- "The center of gravity for both orthodoxy and evangelism is not among Anglo suburban evangelicals but among African Anglicans and Asian Calvinists and Latin American Pentecostals. The vital core of American evangelicalism today can be found in churches that are multiethnic and increasingly dominated by immigrant communities."
Has Russell Moore just written off traditional white evangelicals?
- "The thriving churches of American Christianity are multigenerational, theologically robust, ethnically diverse and connected to the global church. If Jesus is alive — and I believe that he is — he will keep his promise and build his church. But he never promises to do that solely with white, suburban institutional evangelicalism."
I don’t know any white evangelicals who think Jesus only works with “white, suburban” churches. In fact, white evangelical churches tend to be very involved with cross-cultural church work, and generous in their giving to charity and mission work. I know that my local congregation is.
But that’s not enough for Russell Moore. Demographic transformation in both the society at large and the church must be celebrated as a Christian virtue.
Moore takes it even further, presuming to speak for God in condemning white American Christians who don’t support his political agenda of multiculturalism and demographic transformation:
- "The question is whether evangelicals will be on the right side of Jesus. That will mean standing up for the church’s future leaders, and for our mission, especially when they are politically powerless."
So Moore is calling on evangelicals to accept a political agenda of support for Amnesty, mass migration and the demographic transformation of the United States. Where is that in the Bible?
- "American Christianity faces a test of whether we will identify as Christians first."
Of course, believers in Christ identify as Christians first. But that applies to all believers in Christ—not just white American Christians.
Can we expect a future Russell Moore article exhorting black Christian Americans
to identify as Christians first
and “Civil Rights” activists second?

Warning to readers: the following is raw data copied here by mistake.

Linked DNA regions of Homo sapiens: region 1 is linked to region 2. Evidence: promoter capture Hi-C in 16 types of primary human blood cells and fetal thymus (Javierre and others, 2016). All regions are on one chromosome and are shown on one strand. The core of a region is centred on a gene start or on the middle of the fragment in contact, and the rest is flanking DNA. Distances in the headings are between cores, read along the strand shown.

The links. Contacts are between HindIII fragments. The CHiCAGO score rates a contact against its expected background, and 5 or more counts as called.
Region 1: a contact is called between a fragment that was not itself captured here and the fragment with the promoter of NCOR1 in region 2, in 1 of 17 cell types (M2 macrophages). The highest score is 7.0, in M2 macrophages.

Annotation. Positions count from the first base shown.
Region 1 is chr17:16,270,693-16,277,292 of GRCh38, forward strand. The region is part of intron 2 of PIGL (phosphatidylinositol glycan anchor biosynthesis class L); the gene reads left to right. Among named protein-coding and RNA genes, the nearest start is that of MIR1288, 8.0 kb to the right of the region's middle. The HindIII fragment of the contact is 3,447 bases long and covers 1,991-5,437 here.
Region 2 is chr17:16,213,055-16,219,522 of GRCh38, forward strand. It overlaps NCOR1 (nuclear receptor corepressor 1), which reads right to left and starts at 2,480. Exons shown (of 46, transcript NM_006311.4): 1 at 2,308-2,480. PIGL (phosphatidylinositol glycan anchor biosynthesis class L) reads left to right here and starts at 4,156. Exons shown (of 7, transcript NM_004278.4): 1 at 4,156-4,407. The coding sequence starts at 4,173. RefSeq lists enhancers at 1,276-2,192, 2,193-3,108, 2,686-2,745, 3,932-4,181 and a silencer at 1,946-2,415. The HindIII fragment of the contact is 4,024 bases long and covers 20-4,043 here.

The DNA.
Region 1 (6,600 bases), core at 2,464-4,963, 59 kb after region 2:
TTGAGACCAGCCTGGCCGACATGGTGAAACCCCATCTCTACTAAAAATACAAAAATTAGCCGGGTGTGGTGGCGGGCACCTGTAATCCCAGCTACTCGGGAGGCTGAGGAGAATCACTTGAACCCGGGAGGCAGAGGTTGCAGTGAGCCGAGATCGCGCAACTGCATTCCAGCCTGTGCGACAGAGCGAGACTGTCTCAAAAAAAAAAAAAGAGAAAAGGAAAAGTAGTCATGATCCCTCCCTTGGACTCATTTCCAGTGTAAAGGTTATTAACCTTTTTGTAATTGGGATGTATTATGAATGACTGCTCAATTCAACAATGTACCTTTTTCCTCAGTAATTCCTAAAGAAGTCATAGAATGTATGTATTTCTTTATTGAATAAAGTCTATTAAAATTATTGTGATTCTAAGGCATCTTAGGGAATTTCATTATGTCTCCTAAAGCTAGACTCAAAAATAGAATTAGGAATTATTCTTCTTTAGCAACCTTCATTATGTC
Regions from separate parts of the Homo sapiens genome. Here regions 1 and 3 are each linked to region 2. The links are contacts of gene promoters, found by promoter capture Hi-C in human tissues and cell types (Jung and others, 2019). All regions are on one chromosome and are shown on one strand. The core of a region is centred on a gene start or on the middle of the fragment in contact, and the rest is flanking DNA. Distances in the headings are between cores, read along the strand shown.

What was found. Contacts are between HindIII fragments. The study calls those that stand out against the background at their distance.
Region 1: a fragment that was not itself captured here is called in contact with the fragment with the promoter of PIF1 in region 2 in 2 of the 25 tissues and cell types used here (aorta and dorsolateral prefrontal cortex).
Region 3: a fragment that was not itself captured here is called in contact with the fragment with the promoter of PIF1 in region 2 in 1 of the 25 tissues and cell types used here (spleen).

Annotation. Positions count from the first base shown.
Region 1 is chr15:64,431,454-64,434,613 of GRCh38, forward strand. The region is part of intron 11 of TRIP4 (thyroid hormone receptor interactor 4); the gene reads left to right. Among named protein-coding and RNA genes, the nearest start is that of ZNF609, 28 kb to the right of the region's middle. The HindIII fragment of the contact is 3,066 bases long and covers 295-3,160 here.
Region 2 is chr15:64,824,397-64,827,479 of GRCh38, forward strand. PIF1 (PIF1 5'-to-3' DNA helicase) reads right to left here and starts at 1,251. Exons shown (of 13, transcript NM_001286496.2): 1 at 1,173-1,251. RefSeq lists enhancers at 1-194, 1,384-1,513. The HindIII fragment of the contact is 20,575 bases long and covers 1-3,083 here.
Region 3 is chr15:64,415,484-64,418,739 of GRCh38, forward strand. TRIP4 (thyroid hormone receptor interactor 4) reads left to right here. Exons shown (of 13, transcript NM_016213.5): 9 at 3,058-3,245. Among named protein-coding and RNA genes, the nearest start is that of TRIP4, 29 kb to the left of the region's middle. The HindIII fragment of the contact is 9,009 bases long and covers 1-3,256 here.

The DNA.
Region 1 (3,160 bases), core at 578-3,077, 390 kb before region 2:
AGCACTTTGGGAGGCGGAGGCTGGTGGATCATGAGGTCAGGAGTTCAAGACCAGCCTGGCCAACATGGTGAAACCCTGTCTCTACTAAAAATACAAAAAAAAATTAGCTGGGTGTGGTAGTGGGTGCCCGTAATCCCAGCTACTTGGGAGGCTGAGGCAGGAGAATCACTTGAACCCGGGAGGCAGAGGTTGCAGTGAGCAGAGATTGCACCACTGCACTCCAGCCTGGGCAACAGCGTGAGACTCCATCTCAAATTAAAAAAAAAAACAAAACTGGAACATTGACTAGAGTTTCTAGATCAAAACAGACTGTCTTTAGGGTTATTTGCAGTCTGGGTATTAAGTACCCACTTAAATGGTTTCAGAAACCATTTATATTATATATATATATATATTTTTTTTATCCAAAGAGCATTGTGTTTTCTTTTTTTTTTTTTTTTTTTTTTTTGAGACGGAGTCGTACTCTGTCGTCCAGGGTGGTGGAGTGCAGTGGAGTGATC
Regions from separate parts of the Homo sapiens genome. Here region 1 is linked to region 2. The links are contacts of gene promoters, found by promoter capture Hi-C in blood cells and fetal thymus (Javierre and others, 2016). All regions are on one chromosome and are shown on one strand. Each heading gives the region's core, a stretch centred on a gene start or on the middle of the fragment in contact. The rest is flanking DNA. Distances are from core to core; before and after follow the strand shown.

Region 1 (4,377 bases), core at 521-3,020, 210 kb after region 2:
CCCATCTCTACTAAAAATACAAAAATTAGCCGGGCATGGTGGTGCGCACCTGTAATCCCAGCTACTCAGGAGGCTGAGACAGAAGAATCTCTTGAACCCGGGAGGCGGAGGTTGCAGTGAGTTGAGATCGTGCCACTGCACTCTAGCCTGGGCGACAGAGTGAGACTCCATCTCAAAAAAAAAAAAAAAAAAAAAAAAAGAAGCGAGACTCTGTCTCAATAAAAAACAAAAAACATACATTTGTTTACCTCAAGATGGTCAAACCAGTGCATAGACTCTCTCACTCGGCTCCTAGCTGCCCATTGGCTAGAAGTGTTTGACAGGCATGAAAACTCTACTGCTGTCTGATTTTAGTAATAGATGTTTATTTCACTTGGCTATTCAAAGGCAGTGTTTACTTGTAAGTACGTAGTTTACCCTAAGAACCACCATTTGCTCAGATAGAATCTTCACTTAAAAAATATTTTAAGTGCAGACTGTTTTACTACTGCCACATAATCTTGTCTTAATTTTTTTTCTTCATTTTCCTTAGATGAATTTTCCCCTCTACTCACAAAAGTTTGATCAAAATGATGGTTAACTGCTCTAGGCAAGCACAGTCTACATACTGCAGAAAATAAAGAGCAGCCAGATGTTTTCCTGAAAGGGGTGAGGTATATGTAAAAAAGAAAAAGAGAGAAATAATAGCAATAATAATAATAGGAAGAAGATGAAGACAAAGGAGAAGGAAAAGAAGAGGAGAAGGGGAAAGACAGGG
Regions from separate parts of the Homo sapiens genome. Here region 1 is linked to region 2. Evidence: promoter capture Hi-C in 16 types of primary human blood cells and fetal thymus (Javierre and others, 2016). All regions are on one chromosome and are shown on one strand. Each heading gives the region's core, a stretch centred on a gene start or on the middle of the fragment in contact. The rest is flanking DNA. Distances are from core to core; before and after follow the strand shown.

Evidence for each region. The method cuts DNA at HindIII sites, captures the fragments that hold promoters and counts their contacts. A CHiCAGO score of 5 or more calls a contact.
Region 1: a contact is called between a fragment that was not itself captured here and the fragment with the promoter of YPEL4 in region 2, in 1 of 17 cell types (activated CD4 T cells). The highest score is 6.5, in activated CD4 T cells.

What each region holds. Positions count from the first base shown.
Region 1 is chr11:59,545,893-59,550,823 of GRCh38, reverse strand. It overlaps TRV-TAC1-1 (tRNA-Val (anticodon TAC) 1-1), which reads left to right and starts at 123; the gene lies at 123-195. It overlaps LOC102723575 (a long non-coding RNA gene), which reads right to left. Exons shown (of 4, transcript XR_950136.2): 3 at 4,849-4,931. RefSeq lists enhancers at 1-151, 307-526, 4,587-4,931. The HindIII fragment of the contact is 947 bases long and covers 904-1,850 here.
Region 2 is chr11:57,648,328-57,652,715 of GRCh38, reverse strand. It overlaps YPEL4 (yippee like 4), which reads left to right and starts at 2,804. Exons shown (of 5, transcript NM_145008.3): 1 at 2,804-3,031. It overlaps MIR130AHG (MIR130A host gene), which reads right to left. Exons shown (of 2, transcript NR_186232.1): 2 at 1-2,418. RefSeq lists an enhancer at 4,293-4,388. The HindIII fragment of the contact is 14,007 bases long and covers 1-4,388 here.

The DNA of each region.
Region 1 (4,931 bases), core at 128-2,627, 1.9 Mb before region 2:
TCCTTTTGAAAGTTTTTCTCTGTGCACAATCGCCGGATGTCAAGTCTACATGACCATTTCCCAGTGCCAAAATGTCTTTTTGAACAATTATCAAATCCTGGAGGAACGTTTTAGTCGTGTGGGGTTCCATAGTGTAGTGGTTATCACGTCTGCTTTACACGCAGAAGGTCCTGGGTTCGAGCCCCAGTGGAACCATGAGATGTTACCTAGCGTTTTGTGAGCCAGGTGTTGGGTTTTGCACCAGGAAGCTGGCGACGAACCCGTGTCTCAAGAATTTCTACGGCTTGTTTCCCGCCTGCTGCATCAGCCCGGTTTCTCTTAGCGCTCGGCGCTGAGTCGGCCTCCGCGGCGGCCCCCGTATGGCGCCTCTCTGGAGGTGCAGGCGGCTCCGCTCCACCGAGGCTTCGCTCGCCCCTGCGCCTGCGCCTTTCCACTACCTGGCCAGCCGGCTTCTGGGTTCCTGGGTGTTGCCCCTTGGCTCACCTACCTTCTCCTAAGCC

Will Moore tell Hispanic activists to identify as Christians first, and not as La Raza activists first?
Why is the “Christians first” advice only applied to traditional white conservative Christians?
Then Moore cites the Bible:
That’s from Galatians 6:2. In context, it has nothing to do with government-imposed multiculturalism. But Russell lays it on ole Whitey some more:
- "White American Christians who respond to cultural tumult with nostalgia fail to do this. They are blinding themselves to the injustices faced by their black and brown brothers and sisters in the supposedly idyllic Mayberry of white Christian America. That world was murder, sometimes literally, for minority evangelicals."
By “nostalgia” I assume Moore is referring to positive memories about how America used to be. Moore wants you to feel guilty about that.
And he slams on “Mayberry
” as a symbol of a quiet, peaceful Southern town. That’s something else to feel guilty about too.
(Russell Moore is a Southerner himself. I’ve noticed that when Southerners go PC, they really go PC. It’s as if they think they have something to prove.)
Moore closes out with this atrocious logic:
- "A vast majority of Christians, on earth and in heaven, are not white and have never spoken English."
Well, duh. What’s Moore’s point here?
- "A white American Christian who disregards nativist language is in for a shock. The man on the throne in heaven is a dark-skinned, Aramaic-speaking “foreigner” who is probably not all that impressed by chants of “Make America great again.”
Just take that, you white Christian Trump-supporter. Moore wants you to believe that a “dark-skinned” Jesus is going to punish you for voting for Trump.
Bunk. In the first place, for what it’s worth, Moore can’t even prove that Jesus Christ was “dark-skinned”. The New Testament never describes his complexion. Middle Eastern peoples show a wide variety of skin complexions,
some are no darker than a typical white European. So Moore shouldn’t get dogmatic about it.
But here’s what’s really offensive from a Christian point of view: Moore is saying that, on Judgment Day, Jesus Christ is going to condemn white Christians who voted for Trump back in 2016. And why? Because, Moore tells us, Jesus is “dark-skinned”.
Christianity teaches that Jesus Christ is God in the flesh, the Savior of mankind, the Second Person of the Trinity.
But for Moore, Jesus is reduced to a racial activist who judges us on a 21st
-century Cultural Marxist political agenda
Sorry Brother Russell, but that idea is just blasphemous.
Despite his talk about being a “Christian First”, Moore has no problem being part of an organization, the so-called Evangelical Immigration Table, receiving money from global atheist (and light-skinned Jew) George Soros—part of a AstroTurf
group VDARE.com calls “Soros Evangelicals
When Moore gloats over “White Church No More,” he’s really gloating over the end of the historic American nation. That’s a political agenda not a Christian agenda – and it’s not part of the gospel.
Patriotic American Christians should not be deceived by Russell Moore and his Soros-funded agenda.
They shouldn’t allow globalist evangelicals to make them feel guilty. They shouldn’t let Russell Moore tell them for whom they should or shouldn’t vote. And they shouldn’t let Moore condemn them for standing up for their country.
(If you’d like to rebuke Brother Russell, contact him here
. Be firm but polite.)American citizen Allan Wall (email him) moved back to the U.S.A. in 2008 after many years residing in Mexico. Allan`s wife is Mexican, and their two sons are bilingual. In 2005, Allan served a tour of duty in Iraq with the Texas Army National Guard. His VDARE.COM articles are archived here; his Mexidata.info articles are archived here ; his News With Views columns are archived here; and his website is here.